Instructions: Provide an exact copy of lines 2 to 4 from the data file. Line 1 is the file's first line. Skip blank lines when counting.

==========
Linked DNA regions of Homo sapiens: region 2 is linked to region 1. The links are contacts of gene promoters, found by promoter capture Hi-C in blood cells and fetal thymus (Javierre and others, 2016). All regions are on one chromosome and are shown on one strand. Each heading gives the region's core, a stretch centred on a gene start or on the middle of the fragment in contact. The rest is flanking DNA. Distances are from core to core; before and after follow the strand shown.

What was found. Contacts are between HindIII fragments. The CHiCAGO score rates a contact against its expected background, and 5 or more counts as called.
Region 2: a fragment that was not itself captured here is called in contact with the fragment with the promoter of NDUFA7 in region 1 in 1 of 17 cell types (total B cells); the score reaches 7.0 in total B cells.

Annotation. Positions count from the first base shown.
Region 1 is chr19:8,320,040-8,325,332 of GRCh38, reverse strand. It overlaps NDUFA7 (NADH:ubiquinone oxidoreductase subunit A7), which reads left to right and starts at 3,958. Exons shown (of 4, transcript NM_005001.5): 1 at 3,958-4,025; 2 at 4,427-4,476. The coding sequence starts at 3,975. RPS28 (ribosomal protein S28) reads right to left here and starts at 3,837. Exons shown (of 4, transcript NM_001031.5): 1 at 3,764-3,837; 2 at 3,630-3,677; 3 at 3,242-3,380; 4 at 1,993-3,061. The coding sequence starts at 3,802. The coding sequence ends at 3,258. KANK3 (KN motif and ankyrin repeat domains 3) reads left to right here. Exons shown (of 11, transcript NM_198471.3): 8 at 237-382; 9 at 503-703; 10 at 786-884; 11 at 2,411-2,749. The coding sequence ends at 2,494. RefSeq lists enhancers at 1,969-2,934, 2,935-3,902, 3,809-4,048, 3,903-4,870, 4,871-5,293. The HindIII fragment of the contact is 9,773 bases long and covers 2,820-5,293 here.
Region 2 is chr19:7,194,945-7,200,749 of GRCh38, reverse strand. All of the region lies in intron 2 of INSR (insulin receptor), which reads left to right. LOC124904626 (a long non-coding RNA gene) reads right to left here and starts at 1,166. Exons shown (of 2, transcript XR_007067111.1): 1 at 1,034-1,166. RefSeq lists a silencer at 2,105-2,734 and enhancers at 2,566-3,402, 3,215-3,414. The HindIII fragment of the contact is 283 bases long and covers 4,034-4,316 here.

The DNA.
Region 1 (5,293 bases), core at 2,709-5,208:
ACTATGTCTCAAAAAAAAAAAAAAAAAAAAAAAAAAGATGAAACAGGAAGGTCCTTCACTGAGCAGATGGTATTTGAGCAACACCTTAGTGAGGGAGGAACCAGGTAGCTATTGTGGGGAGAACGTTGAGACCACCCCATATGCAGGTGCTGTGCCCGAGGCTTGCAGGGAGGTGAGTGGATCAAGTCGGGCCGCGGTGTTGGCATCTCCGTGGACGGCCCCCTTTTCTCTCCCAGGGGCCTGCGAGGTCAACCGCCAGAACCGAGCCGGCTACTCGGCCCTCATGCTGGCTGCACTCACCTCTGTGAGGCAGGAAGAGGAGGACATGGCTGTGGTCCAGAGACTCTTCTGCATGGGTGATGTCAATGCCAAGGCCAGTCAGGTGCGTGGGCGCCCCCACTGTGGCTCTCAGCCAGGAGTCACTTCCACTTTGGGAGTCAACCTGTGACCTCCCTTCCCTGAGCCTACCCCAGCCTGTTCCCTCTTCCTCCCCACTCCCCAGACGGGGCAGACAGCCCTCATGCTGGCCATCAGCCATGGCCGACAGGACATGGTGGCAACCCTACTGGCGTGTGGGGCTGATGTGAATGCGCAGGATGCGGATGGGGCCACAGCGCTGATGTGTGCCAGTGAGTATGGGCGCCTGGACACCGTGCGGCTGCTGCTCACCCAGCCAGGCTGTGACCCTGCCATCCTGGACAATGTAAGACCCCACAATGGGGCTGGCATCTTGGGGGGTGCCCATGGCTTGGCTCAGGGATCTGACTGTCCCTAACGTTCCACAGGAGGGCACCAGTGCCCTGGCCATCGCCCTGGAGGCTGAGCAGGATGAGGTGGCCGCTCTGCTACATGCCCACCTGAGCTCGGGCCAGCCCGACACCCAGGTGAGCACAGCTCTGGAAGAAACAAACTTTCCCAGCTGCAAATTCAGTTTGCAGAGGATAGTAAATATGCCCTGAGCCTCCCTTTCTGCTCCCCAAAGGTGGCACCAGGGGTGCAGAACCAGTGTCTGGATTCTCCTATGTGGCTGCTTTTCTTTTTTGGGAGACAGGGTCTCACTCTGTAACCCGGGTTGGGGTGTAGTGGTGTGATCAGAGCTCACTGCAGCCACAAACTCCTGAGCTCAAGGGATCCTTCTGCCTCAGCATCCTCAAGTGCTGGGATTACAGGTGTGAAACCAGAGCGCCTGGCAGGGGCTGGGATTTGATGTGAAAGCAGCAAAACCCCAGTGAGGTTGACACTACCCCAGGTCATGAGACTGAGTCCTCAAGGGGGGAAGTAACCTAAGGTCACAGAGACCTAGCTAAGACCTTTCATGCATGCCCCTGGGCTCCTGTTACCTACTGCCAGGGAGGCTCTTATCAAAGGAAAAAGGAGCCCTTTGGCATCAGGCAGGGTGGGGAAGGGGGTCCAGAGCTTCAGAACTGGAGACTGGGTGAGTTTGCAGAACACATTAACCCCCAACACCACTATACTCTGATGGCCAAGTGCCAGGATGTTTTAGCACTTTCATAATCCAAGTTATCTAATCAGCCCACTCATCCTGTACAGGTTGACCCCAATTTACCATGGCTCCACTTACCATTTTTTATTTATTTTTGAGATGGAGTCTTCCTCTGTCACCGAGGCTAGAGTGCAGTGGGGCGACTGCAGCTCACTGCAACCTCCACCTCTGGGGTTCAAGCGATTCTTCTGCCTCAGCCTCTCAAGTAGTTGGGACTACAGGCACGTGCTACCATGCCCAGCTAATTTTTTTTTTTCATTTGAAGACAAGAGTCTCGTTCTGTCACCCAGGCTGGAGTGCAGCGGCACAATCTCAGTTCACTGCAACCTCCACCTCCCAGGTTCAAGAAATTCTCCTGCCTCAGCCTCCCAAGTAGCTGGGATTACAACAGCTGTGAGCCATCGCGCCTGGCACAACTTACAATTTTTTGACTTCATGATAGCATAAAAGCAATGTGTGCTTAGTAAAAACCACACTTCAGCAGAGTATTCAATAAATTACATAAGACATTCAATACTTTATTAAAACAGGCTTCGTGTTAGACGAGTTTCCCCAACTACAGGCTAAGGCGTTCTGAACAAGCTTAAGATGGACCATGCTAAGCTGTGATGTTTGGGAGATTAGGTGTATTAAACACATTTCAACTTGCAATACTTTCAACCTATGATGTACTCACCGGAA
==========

What was found. Contacts are between HindIII fragments. The CHiCAGO score rates a contact against its expected background, and 5 or more counts as called.
Region 2: a fragment that was not itself captured here is called in contact with the fragment with the promoter of NDUFA7 in region 1 in 1 of 17 cell types (total B cells); the score reaches 7.0 in total B cells.

Annotation. Positions count from the first base shown.